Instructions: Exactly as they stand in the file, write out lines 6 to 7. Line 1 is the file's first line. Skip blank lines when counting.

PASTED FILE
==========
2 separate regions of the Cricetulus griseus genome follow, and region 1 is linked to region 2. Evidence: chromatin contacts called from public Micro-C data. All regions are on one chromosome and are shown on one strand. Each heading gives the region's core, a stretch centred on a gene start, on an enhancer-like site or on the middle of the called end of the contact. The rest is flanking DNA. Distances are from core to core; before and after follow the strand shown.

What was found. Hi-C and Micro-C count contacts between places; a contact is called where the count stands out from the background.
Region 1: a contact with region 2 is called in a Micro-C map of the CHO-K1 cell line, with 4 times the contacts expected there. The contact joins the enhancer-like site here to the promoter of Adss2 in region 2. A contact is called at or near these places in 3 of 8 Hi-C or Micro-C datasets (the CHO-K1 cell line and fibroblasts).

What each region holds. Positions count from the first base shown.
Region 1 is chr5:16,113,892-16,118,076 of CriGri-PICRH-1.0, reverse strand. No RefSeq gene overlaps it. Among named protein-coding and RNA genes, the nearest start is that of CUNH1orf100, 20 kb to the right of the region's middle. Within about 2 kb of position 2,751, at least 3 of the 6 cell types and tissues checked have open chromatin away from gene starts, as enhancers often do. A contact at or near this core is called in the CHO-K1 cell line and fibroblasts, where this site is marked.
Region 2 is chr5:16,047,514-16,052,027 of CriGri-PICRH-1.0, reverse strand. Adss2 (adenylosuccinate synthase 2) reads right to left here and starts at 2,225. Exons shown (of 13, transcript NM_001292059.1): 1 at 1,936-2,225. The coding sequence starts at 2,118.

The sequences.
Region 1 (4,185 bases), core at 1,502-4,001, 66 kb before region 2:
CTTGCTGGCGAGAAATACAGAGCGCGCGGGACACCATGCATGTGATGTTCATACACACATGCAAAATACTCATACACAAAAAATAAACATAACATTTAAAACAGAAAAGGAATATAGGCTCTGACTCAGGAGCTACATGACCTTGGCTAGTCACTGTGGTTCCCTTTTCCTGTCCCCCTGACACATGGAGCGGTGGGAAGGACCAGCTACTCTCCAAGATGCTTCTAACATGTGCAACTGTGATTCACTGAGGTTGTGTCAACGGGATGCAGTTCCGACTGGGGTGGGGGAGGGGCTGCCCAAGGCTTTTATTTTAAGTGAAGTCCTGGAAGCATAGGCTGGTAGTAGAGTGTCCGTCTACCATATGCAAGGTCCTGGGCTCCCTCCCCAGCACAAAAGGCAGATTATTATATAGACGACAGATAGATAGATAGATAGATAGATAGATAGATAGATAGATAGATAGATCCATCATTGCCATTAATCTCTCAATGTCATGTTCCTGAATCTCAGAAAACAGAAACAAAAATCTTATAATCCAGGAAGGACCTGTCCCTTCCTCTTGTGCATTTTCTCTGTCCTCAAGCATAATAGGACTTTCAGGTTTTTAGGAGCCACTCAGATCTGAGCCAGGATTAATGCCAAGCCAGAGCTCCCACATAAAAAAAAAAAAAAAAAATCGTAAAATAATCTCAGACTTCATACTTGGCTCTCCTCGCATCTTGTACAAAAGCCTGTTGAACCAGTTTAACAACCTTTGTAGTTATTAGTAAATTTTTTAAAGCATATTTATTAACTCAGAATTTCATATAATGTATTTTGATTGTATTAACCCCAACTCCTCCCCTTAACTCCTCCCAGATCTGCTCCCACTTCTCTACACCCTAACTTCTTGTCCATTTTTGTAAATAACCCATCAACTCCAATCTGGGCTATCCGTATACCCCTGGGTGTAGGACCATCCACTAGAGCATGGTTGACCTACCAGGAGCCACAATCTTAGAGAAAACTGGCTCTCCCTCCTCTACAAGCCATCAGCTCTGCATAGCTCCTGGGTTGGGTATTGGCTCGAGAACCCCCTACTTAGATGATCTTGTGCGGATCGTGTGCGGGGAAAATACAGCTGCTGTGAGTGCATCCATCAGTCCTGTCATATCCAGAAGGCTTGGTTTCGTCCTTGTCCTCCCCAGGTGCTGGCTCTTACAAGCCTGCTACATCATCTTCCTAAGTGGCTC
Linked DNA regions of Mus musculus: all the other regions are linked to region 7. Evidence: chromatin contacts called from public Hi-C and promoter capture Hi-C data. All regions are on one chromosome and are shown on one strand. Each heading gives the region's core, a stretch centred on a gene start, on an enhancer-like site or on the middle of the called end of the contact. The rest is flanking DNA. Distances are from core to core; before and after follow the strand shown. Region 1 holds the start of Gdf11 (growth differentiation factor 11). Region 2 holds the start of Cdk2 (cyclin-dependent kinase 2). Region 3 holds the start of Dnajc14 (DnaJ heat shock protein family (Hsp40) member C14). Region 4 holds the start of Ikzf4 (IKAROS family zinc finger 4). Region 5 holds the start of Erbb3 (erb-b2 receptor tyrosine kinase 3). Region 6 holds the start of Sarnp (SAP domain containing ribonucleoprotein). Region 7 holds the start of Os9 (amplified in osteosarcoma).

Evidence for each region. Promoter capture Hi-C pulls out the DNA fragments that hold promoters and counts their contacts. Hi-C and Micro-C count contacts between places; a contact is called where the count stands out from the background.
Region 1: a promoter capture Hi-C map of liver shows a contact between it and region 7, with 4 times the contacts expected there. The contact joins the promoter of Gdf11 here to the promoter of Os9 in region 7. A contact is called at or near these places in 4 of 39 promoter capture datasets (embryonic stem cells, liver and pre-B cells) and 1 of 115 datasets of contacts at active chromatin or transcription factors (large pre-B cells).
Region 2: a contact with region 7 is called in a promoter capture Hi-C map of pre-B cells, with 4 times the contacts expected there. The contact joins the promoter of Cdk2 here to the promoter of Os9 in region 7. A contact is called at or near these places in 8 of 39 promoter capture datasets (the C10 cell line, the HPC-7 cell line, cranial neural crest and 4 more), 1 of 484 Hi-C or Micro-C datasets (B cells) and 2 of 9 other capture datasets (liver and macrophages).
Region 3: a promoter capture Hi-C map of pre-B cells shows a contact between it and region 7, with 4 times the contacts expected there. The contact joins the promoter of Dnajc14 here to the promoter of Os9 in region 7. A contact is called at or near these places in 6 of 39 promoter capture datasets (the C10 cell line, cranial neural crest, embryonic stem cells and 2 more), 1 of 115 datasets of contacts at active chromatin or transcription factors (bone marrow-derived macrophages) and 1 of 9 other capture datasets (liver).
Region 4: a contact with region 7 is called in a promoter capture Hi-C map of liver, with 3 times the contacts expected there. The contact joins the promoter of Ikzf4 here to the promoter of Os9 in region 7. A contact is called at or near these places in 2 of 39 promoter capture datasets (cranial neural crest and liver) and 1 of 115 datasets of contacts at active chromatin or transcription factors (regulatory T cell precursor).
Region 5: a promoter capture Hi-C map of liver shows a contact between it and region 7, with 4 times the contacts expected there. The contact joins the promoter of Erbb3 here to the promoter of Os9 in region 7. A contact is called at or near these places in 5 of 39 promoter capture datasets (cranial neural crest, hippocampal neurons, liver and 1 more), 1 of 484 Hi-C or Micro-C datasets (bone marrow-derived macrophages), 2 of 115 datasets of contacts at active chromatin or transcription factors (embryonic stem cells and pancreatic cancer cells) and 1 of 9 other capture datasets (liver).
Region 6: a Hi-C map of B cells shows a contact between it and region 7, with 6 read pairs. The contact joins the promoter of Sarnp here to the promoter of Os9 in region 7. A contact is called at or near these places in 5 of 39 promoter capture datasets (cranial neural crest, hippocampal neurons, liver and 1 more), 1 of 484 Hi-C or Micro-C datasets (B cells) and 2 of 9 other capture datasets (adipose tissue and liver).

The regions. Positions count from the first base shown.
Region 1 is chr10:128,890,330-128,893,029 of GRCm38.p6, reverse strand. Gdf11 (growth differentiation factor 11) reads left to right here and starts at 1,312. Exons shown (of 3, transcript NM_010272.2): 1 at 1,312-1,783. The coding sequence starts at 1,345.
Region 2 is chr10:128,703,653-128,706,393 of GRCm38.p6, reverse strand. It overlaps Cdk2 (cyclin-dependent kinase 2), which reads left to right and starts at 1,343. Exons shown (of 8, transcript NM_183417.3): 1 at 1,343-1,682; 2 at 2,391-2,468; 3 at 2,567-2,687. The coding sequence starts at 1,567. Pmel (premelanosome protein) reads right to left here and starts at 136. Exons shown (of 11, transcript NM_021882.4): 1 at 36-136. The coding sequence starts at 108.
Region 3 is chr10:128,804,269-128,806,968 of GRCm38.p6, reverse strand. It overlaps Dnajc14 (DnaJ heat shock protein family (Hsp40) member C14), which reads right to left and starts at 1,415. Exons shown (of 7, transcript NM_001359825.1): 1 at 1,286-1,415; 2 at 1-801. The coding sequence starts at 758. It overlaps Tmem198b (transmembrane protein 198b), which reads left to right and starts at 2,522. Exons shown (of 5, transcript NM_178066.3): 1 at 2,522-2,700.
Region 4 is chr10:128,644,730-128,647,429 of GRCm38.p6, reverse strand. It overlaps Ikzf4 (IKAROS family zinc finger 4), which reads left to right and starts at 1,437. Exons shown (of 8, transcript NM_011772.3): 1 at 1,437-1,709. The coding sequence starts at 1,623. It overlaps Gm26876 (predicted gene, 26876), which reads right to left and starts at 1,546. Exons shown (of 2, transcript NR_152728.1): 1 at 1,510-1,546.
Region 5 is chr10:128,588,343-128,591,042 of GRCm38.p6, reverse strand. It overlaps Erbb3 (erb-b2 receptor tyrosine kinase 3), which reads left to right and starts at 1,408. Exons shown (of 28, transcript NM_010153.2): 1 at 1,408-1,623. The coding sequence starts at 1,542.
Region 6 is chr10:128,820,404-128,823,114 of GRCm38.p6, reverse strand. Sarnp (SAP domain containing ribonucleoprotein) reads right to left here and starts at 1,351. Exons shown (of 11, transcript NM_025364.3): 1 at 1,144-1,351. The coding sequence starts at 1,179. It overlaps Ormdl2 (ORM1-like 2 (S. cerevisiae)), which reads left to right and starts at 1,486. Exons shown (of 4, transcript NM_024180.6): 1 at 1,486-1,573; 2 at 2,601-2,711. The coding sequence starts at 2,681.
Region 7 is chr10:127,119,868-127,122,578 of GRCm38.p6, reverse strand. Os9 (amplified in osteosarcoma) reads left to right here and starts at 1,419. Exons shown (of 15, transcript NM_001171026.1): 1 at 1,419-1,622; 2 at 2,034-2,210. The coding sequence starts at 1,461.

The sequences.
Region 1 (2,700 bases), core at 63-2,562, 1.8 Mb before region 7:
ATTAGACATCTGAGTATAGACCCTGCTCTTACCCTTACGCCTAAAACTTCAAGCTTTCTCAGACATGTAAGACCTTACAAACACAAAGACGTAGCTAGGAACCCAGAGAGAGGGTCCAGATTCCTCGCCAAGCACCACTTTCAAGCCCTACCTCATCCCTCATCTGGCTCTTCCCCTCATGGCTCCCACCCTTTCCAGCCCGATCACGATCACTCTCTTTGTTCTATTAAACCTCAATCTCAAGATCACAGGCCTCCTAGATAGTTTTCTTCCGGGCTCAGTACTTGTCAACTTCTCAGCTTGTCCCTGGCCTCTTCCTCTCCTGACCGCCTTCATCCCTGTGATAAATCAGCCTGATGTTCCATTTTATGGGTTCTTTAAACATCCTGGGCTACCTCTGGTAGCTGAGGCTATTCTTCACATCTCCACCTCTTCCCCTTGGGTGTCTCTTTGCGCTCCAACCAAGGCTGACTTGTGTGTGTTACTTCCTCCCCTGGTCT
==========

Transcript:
Region 2 is chr5:16,047,514-16,052,027 of CriGri-PICRH-1.0, reverse strand. Adss2 (adenylosuccinate synthase 2) reads right to left here and starts at 2,225. Exons shown (of 13, transcript NM_001292059.1): 1 at 1,936-2,225. The coding sequence starts at 2,118.

The sequences.